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IRS to read your email, Facebook, Twitter


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#1    Yamato

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Posted 14 April 2013 - 05:38 PM

That's right, folks.  The IRS is "allowed" to read your email, Facebook, Twitter etc without a warrant.  



It makes me wonder how many of us are being mini-audited through our internet communications?   Hope all my homeys did your IRS tax returns honestly and on time.  ;)

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#2    ouija ouija

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Posted 14 April 2013 - 06:05 PM

My jaw is so sore from hitting the ground so often these days :o

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#3    Purifier

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Posted 14 April 2013 - 06:25 PM

Sounds like they're getting desperate for money they think they got coming to them, every last red cent, if they're going to all that trouble.

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#4    Odd Requiem

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Posted 14 April 2013 - 06:31 PM

Not even surprised.

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#5    Kowalski

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Posted 14 April 2013 - 06:31 PM

View PostYamato, on 14 April 2013 - 05:38 PM, said:

That's right, folks.  The IRS is "allowed" to read your email, Facebook, Twitter etc without a warrant.  



It makes me wonder how many of us are being mini-audited through our internet communications?   Hope all my homeys did your IRS tax returns honestly and on time.  ;)

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I totally believe this. Those guys suck...


#6    Yamato

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Posted 14 April 2013 - 08:29 PM

Should our emails be protected by the 4th Amendment?   Opinions?

"To deny people their human rights is to challenge their very humanity.   To impose on them a wretched life of hunger and deprivation is to dehumanize them." ~ Nelson Mandela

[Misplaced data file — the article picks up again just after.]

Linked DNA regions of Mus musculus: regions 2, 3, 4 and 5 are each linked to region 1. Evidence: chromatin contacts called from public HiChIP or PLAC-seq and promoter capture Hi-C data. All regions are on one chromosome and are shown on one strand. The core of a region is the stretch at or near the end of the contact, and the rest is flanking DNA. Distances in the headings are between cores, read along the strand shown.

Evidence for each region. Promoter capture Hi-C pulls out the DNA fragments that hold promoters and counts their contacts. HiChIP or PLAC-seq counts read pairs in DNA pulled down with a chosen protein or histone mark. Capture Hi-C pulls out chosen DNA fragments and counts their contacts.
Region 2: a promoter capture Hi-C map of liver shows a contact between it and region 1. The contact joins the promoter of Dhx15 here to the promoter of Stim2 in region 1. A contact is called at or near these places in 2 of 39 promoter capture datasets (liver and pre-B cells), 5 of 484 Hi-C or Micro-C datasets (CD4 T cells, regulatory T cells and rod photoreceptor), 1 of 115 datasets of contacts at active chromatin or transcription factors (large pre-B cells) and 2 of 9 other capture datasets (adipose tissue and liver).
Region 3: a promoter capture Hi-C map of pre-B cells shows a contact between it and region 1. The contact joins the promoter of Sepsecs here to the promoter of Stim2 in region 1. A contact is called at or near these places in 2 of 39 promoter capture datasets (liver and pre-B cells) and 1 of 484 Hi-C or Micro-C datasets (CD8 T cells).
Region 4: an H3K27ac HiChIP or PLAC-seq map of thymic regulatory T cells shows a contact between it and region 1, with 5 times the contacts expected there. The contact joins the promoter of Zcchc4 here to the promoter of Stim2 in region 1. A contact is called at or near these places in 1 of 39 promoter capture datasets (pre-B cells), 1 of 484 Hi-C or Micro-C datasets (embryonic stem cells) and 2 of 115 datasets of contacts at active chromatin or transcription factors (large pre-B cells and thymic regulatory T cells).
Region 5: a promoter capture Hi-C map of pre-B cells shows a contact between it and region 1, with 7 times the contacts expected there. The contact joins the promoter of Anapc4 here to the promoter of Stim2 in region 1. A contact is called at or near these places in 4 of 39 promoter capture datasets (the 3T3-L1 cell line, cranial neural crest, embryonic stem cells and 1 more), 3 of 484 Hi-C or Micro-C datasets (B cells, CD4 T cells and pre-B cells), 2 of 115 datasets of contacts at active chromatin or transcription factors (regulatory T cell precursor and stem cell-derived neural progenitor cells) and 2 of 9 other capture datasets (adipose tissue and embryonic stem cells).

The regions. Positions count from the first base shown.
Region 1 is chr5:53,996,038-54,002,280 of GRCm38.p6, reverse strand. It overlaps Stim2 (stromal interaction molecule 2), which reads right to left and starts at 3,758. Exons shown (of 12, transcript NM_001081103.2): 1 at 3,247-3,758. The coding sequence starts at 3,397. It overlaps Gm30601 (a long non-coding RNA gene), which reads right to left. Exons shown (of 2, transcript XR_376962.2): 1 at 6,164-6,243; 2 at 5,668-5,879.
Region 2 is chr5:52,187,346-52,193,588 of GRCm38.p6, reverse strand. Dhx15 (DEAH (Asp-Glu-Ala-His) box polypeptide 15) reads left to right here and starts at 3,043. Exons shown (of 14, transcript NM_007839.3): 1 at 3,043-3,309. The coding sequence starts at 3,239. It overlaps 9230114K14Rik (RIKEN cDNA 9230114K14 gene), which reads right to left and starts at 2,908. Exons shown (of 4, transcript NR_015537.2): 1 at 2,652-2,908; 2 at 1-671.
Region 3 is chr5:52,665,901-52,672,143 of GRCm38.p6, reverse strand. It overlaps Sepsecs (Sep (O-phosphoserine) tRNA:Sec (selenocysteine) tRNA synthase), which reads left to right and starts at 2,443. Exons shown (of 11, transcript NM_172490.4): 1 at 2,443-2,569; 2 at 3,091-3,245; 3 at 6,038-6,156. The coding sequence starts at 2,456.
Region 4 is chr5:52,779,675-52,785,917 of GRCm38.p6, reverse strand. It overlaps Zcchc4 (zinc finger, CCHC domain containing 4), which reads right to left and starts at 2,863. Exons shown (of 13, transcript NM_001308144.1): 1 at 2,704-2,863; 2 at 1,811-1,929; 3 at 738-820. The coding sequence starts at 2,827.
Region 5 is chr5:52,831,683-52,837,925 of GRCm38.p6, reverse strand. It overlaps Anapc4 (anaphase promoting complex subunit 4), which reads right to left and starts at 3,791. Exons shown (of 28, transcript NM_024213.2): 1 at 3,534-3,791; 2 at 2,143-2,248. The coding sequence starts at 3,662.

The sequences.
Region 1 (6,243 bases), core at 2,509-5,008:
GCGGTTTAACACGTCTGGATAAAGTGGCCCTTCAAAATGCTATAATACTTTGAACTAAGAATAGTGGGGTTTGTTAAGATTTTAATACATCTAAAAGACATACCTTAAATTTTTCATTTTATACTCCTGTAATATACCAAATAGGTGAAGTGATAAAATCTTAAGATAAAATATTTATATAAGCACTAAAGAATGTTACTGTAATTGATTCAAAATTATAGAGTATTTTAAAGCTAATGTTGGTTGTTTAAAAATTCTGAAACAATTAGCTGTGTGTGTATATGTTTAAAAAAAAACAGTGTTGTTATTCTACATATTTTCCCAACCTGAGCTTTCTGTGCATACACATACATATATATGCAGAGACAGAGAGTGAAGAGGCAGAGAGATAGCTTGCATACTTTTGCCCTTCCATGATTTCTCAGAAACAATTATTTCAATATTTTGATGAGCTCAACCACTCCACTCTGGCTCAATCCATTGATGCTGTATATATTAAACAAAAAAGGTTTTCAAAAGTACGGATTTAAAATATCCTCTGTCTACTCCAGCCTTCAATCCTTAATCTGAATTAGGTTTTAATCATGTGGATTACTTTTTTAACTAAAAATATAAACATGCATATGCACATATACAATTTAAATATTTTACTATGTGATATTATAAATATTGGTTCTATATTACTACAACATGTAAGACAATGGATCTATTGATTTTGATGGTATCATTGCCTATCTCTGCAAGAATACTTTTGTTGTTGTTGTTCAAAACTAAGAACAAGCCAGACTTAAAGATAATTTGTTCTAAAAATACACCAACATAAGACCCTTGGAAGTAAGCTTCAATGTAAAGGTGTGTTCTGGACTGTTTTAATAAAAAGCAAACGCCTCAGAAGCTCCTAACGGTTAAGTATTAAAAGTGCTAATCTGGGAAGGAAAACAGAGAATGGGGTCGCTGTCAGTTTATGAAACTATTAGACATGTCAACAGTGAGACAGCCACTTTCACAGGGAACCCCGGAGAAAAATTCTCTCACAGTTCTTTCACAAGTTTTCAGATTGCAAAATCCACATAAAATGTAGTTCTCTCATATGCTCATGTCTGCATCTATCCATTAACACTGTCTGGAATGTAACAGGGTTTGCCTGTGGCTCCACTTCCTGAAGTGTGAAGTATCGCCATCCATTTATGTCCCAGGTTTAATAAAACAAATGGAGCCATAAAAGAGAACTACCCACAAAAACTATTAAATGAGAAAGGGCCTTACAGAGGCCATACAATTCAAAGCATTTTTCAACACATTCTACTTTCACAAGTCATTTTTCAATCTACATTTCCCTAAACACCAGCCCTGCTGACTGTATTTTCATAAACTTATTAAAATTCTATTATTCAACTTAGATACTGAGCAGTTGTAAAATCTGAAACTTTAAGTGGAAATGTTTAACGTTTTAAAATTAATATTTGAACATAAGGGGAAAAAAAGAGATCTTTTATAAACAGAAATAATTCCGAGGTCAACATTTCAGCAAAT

#7    Jackofalltrades

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Posted 14 April 2013 - 08:48 PM

What suprises me, is that people are only just starting to realise what the government agencies are up to, concerning reading your FB and twitter accounts etc

Especially when some people that I have read about, posting on their FB / twitter accounts and getting a visit from the local police or FBI soon after, such as Brandon Raub (after posting a hip-hop quote on Facebook) and Justin Hallman (A 16-year-old high school student,whose video report for his American Government class, earned him a visit from the FBI) and the list goes on

Brandon Raub
http://www.guardian....acebook-sue-fbi

Justin Hallman
http://rt.com/usa/fb...rt-hallman-076/

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#8    Kowalski

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Posted 14 April 2013 - 08:52 PM

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The Fourth Amendment (Amendment IV) to the United States Constitution is the part of the Bill of Rights which guards against unreasonable searches and seizures, along with requiring any warrant to be judicially sanctioned and supported by probable cause. It was adopted as a response to the abuse of the writ of assistance, which is a type of general search warrant, in the American Revolution. Search and seizure (including arrest) should be limited in scope according to specific information supplied to the issuing court, usually by a law enforcement officer, who has sworn by it. The Fourth Amendment applies to the states by way of the Due Process Clause of the Fourteenth Amendment.

The "writ of assistance" they are refering to is:


Quote